Alan Carr and Graham Norton for example, despite being highly visible members of the LGBT community are quick to fall back on a ‘Tranny’ joke to elicit a quick laugh from an audience, and with them being part of the same acronym it almost seems to gives them a sense of even greater authority to say these things.

Let us not be humourless. Crossdressing is a massive staple of British performing arts going back to the very beginnings of theatre when women could not perform on stage and men had to take the female roles. This subversion of gender roles in popular culture is arguably part of the reason that Britain is as liberal and open minded at is today.

Some writers and directors can even tell the whole ‘Kissy-Kissy, Gropey-gropey SURPRISE PENIS’ story very well.

Two examples spring to mind: ‘Trainspotting’ and ‘The Crying Game’. Neither of which are actual comedy films, but dramas which rely on a lot of humour to offset the darker themes in each.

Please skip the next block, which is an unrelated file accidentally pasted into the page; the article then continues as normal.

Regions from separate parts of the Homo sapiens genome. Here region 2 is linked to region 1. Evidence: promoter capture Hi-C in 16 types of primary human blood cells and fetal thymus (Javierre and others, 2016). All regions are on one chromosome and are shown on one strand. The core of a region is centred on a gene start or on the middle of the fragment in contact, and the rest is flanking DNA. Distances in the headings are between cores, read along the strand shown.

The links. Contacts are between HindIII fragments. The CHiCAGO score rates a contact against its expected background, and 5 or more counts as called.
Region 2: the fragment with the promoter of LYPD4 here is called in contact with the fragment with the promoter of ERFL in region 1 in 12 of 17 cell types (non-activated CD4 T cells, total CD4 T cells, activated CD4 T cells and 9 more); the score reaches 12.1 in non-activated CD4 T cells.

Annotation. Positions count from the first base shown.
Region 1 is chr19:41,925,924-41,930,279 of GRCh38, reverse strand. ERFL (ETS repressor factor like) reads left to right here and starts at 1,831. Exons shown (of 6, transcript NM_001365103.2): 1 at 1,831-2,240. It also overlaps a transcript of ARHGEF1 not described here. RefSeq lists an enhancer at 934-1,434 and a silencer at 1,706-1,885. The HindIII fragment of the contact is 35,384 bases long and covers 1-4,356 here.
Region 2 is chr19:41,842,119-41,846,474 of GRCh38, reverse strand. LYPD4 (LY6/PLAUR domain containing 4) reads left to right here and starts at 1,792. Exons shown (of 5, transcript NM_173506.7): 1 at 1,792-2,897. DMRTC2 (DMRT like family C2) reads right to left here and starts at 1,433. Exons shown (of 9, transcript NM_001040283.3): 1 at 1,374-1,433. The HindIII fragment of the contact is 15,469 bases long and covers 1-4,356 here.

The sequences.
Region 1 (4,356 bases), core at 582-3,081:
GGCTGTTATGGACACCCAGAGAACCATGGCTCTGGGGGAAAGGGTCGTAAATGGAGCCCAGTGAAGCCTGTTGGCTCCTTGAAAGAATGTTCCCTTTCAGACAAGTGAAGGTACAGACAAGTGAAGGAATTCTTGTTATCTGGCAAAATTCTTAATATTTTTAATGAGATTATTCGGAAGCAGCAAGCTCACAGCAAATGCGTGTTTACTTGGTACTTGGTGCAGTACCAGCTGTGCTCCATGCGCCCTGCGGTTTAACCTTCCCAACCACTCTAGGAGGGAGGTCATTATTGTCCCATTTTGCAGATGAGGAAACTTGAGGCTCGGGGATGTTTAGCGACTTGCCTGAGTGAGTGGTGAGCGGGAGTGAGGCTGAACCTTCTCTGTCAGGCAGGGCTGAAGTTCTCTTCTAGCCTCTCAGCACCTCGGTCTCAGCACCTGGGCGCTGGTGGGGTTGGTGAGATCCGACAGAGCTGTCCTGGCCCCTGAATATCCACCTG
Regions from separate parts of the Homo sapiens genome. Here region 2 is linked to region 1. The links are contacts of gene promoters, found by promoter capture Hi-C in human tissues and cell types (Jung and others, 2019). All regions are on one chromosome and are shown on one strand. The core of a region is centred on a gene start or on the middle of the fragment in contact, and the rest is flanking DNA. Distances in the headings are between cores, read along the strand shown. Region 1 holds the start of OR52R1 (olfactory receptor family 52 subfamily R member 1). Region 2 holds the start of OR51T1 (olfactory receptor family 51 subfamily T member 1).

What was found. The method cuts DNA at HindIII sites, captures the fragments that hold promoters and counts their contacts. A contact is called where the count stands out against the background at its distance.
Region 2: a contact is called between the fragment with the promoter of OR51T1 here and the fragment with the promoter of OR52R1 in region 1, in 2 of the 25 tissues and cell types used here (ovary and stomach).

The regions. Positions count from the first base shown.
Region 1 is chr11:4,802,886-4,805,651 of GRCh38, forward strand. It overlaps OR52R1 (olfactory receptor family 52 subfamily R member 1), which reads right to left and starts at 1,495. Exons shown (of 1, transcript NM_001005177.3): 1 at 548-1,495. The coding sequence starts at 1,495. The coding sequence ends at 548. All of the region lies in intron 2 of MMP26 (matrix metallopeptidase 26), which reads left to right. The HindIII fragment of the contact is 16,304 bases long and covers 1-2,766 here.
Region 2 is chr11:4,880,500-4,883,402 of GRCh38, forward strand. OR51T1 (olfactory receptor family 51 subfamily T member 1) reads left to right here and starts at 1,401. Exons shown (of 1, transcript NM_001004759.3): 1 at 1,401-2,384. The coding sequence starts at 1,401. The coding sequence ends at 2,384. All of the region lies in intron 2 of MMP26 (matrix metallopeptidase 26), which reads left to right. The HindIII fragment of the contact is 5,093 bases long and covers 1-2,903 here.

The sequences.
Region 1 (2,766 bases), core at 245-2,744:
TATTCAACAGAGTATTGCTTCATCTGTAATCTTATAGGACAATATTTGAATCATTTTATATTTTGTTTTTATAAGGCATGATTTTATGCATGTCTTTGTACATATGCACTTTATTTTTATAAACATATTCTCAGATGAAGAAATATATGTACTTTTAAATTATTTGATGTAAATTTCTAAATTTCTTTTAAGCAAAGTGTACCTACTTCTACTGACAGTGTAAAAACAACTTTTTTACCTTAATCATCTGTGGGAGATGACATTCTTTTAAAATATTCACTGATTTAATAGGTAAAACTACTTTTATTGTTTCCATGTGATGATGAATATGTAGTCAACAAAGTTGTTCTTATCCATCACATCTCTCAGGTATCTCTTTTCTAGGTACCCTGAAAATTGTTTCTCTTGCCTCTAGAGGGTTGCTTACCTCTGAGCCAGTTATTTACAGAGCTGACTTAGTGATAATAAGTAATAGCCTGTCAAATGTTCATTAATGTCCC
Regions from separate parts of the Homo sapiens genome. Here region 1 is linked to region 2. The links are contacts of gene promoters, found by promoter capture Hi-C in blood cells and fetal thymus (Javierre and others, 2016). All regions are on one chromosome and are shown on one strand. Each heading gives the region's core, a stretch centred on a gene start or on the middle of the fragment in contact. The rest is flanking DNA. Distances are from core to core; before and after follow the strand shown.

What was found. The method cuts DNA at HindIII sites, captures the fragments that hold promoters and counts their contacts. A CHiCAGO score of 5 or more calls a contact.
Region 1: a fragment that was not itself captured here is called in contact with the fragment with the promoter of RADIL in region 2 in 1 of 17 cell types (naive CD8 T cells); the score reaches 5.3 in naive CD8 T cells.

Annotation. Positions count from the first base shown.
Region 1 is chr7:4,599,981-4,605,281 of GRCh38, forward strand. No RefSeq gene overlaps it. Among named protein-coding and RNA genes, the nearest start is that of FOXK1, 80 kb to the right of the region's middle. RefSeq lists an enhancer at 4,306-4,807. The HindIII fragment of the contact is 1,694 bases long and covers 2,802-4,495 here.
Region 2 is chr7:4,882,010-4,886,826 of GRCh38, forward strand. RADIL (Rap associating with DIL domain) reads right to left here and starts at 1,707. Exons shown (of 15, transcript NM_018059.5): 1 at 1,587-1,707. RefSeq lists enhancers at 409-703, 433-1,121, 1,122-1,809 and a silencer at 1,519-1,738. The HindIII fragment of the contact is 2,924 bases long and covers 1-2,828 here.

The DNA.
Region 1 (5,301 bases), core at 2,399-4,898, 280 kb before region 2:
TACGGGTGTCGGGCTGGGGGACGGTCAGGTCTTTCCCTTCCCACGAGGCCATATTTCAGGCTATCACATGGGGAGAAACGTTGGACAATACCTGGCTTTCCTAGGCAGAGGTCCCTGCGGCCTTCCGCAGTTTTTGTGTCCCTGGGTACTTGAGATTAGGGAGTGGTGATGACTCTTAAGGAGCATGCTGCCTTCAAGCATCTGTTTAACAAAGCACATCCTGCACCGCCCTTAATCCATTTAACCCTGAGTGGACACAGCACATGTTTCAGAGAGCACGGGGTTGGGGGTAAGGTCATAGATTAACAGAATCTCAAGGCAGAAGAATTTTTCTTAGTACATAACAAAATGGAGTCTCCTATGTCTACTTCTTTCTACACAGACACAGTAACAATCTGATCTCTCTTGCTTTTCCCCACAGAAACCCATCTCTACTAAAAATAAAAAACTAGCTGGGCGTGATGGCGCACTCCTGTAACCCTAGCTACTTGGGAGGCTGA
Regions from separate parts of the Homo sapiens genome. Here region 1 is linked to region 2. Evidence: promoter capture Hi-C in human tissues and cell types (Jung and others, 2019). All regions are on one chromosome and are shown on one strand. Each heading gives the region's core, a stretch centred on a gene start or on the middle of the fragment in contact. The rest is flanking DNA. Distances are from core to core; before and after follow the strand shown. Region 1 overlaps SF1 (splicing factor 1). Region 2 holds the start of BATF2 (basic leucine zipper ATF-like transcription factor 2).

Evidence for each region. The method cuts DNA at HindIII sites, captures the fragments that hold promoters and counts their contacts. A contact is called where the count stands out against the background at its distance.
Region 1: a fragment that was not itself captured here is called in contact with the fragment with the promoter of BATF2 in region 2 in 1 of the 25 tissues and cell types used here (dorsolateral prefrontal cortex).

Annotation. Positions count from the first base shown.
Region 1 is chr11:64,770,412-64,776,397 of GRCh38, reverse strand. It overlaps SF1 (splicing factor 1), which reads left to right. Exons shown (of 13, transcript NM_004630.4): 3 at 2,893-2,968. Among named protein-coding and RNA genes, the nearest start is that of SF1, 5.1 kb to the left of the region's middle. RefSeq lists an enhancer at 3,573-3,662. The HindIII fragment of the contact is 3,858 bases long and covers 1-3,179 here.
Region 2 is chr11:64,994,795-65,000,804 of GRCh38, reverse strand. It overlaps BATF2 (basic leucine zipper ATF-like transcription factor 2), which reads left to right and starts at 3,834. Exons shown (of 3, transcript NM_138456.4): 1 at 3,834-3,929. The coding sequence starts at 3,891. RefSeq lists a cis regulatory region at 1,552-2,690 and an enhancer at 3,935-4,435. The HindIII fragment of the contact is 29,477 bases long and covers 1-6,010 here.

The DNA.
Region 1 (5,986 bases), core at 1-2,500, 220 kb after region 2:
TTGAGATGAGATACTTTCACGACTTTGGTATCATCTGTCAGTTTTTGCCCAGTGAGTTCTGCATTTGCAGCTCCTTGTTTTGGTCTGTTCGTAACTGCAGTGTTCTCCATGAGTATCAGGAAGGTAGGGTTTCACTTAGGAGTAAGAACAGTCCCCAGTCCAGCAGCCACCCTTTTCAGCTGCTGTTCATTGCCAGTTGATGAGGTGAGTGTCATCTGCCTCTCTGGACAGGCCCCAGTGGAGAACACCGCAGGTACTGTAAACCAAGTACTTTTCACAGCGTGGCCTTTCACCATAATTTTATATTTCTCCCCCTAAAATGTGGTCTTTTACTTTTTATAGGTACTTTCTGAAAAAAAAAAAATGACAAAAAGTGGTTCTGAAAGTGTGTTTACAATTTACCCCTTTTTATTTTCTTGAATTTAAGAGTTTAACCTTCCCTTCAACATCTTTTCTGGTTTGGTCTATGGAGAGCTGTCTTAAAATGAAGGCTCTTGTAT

In Trainspotting, it is not that Begbie (Robert Carlyle) discovers that that the woman he is getting off with is Transsexual that creates the comedy of the scene, it is the fact that BEGBIE discovers that the woman he is getting off with is Transsexual. The context of the scene of course being that while the Protagonist, Mark Renton (Ewan McGregor) is narrating about how he is embracing this liberal, forward thinking culture with its modern views on the mutability and transcendence of gender, Begbie, the film’s antagonist is shown reacting violently to the situation… not to the woman like he would with anyone else, but with himself, hinting a lot about the source of his pent up homophobic, overly aggressive, alpha-male personality, and he then turns violent on Renton for suggesting that the experience ‘might have been beautiful’. The Transwoman involved is not the butt of the joke, it is Begbie. Not because he got ‘conned’ into anything, but because he is just an arsehole who cannot be anything else.